PCI-SIG this week released version 0.5 of the PCI-Express 7.0 specification to its members. This is the second draft of the spec and the final call for PCI-SIG members to submit their new features to the standard. The latest update on the development of the specification comes a couple months shy of a year after the PCI-SIG published the initial Draft 0.3 specificaiton, with the PCI-SIG using the latest update to reiterate that development of the new standard remains on-track for a final release in 2025.

PCIe 7.0 is is the next generation interconnect technology for computers that is set to increase data transfer speeds to 128 GT/s per pin, doubling the 64 GT/s of PCIe 6.0 and quadrupling the 32 GT/s of PCIe 5.0. This would allow a 16-lane (x16) connection to support 256 GB/sec of bandwidth in each direction simultaneously, excluding encoding overhead. Such speeds will be handy for future datacenters as well as artificial intelligence and high-performance computing applications that will need even faster data transfer rates, including network data transfer rates.

To achieve its impressive data transfer rates, PCIe 7.0 doubles the bus frequency at the physical layer compared to PCIe 5.0 and 6.0. Otherwise, the standard retains pulse amplitude modulation with four level signaling (PAM4), 1b/1b FLIT mode encoding, and the forward error correction (FEC) technologies that are already used for PCIe 6.0. Otherwise, PCI-SIG says that the PCIe 7.0 speicification also focuses on enhanced channel parameters and reach as well as improved power efficiency. 

Overall, the engineers behind the standard have their work cut out for them, given that PCIe 7.0 requires doubling the bus frequency at the physical layer, a major development that PCIe 6.0 sidestepped with PAM4 signaling. Nothing comes for free in regards to improving data signaling, and with PCIe 7.0, the PCI-SIG is arguably back to hard-mode development by needing to improve the physical layer once more – this time to enable it to run at around 30GHz. Though how much of this heavy lifting will be accomplished through smart signaling (and retimers) and how much will be accomplished through sheer materials improvements, such as thicker printed circuit boards (PCBs) and low-loss materials, remains to be seen.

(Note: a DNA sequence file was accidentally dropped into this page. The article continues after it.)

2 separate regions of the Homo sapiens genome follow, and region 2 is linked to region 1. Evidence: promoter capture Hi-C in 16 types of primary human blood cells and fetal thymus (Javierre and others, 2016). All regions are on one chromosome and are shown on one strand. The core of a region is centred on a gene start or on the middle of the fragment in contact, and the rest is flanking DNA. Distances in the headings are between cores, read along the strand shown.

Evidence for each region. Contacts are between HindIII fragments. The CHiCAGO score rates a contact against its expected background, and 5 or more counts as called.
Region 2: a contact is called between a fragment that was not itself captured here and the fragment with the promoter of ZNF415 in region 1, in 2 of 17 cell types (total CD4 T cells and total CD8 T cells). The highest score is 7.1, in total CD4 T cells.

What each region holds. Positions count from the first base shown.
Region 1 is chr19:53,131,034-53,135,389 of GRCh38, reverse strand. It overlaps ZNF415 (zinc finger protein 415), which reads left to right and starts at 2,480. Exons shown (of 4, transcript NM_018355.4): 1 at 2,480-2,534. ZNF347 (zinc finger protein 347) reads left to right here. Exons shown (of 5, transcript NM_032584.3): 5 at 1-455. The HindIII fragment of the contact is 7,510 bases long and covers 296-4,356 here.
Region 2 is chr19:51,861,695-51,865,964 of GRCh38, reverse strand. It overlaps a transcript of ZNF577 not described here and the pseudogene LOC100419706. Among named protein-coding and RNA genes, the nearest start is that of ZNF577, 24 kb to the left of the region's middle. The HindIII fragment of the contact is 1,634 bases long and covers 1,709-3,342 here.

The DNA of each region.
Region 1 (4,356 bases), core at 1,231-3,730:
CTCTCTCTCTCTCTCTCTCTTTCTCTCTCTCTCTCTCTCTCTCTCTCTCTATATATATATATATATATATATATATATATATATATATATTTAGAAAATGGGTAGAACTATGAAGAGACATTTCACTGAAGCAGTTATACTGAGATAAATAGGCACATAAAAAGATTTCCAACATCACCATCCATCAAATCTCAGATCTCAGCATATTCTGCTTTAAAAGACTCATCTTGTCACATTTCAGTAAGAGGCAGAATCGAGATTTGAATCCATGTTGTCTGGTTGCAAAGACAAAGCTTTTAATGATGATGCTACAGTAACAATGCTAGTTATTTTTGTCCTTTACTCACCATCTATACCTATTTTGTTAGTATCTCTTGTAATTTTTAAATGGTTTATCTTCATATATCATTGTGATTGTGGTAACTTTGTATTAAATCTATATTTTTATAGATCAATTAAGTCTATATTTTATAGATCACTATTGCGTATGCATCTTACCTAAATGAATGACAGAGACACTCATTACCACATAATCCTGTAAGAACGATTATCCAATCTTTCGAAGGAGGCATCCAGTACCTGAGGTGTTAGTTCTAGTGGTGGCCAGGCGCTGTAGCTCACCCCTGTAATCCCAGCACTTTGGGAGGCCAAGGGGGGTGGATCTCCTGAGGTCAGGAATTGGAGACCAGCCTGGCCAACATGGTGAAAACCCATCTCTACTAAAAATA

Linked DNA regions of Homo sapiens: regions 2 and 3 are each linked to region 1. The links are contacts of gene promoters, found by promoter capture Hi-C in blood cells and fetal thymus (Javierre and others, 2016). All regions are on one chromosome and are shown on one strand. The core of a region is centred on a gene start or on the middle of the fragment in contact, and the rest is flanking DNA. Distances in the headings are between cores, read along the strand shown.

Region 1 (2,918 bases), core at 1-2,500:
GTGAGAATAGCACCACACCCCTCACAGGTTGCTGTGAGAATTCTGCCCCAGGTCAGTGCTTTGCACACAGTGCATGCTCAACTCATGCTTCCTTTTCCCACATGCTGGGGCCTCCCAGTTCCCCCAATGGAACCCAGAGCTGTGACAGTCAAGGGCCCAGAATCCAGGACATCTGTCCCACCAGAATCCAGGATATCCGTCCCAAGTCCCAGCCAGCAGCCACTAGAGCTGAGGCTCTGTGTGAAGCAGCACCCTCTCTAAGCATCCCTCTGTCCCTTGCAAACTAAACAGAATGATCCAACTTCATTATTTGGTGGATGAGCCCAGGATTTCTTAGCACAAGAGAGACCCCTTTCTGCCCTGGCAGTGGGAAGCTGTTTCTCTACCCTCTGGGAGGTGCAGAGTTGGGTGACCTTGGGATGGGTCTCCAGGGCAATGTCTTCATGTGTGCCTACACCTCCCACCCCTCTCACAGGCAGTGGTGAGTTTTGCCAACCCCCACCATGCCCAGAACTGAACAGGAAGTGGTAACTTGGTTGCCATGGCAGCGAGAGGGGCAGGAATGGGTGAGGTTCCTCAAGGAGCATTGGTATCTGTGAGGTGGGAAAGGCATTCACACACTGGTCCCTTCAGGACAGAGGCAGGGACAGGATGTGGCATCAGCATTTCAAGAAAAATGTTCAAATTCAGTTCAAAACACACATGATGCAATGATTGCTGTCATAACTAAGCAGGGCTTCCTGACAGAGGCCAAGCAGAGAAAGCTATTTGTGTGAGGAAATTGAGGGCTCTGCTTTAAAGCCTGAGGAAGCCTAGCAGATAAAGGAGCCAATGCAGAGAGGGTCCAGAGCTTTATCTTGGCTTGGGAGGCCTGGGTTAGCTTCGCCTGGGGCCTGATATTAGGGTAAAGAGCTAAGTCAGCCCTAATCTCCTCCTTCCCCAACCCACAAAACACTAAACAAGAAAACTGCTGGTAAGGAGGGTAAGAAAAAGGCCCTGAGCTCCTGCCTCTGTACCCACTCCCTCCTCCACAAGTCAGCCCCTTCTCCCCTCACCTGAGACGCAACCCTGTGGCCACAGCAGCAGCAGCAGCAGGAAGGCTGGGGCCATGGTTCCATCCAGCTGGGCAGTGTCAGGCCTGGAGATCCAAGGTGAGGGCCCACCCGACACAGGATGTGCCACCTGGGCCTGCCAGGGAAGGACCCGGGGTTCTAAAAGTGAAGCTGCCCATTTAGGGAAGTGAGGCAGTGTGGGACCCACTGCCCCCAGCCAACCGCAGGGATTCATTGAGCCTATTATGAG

The next major step for PCIe 7.0 is finalization of the version 0.7 of specification, which is considered the Complete Draft, where all aspects must be fully defined, and electrical specifications must be validated through test chips. After this iteration of the specification is released, no new features can be added. PCIe 6.0 eventually went through 4 major drafts – 0.3, 0.5, 0.7, and 0.9 – before finally being finalized, so PCIe 7.0 is likely on the same track.

Once finalized in 2025, it should take a few years for the first PCIe 7.0 hardware to hit the shelves. Although development work on controller IP and initial hardware is already underway, that process extends well beyond the release of the final PCIe specification.

Source: PCI-SIG



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  • ballsystemlord - Thursday, April 4, 2024 - link

    Technical error "This would allow a 16-lane (x16) connection to support 256 GB/sec of bandwidth in each direction simultaneously, excluding encoding overhead."
    It should read 512 GB/sec as shown in the image.
  • rpg1966 - Friday, April 5, 2024 - link

    The second bullet point at top left explains that the bandwidth shown (in your example 512GB/s) is the sum of the receive and transmit bandwidth, giving 256GB/s Tx + 256GB/s Rx = 512GB/s total bandwidth. Reply
  • ballsystemlord - Friday, April 5, 2024 - link

    Thanks! Reply
  • ballsystemlord - Friday, April 5, 2024 - link

    Considering the amount of oscillscopes, spectrum analyzers, and vector network analyzers capable of accurately measuring a 30Ghz signal can be counted on your hands, I'm curious how companies are going to verify and develop PCIe 7.0 chips. I mean, those tools are easily more expensive than a very fancy house here. Reply
  • Threska - Friday, April 5, 2024 - link

    Most likely have a few companies vested in the technology then mass sell to everyone else. Reply
  • Wardrop - Saturday, April 6, 2024 - link

    I remember carefully notching out the back of a 1x or 4x slot with a Dremel to support a pci-e card with a 16x connector. Made me wonder why pci-e doesn't make every slot smaller than 16x open-ended like that. I think that's better than making every slot the same size as a 16x slot as that takes up a lot more room on the motherboard. Reply
  • Eliadbu - Wednesday, April 17, 2024 - link

    imagine long in the future external hardware interface like thunderbolt or USB have 4 lanes of PCI_E 7, you could connect GPUs and SSDs in a singles cable with minor performance loss.
    But getting this speeds working for internal short connection is hard, doing it externally on copper wires with be whole different thing.

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